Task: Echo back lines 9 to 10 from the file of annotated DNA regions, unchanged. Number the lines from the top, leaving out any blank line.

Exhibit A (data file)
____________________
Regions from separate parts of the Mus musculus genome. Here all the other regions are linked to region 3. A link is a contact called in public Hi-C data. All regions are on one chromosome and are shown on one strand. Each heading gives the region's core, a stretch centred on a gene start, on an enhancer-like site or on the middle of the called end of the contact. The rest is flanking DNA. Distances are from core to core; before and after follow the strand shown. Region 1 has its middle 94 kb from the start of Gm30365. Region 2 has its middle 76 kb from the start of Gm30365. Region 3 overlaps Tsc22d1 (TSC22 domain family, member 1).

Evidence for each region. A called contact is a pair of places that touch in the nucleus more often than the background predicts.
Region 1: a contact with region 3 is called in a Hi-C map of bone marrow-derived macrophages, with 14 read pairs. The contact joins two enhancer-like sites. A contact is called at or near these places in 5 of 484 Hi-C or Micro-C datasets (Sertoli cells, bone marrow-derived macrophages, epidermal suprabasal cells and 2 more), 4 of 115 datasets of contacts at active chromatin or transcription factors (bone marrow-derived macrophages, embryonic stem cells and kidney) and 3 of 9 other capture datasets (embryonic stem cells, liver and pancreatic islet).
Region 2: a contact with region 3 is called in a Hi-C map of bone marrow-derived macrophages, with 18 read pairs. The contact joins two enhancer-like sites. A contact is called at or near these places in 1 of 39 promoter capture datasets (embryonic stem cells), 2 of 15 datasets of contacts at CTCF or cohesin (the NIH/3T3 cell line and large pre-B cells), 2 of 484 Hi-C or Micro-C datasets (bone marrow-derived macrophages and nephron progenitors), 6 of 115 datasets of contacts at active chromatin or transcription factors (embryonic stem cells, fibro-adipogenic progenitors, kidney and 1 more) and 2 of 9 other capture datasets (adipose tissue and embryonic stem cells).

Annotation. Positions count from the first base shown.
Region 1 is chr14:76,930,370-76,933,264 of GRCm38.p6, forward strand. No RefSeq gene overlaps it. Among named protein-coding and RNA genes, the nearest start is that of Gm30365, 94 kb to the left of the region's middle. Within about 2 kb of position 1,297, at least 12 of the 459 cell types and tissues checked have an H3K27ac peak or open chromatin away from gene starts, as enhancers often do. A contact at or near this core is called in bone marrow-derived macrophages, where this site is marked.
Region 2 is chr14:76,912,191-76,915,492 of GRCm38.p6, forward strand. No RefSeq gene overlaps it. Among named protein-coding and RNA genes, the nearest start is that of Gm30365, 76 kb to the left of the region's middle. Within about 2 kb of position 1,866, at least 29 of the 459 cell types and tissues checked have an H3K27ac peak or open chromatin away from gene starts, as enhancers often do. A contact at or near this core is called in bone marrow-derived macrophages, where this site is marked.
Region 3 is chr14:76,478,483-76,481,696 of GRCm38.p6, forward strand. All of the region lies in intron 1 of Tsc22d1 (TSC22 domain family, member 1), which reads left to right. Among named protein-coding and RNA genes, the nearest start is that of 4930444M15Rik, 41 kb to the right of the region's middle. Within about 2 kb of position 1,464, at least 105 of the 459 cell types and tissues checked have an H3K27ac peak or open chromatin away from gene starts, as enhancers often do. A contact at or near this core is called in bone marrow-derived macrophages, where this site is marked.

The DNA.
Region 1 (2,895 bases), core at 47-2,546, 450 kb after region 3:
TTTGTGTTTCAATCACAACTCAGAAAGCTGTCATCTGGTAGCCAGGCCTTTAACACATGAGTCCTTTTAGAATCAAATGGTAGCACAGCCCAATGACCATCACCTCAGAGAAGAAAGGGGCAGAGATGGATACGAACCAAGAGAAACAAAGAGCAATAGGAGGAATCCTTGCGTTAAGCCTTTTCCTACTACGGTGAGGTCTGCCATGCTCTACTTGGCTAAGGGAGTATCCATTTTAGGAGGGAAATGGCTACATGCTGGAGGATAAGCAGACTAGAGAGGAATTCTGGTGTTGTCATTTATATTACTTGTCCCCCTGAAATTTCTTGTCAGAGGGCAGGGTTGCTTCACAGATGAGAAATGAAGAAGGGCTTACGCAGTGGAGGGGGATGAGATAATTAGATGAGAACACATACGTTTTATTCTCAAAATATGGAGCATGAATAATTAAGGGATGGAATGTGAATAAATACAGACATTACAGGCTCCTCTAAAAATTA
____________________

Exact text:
The DNA.
Region 1 (2,895 bases), core at 47-2,546, 450 kb after region 3: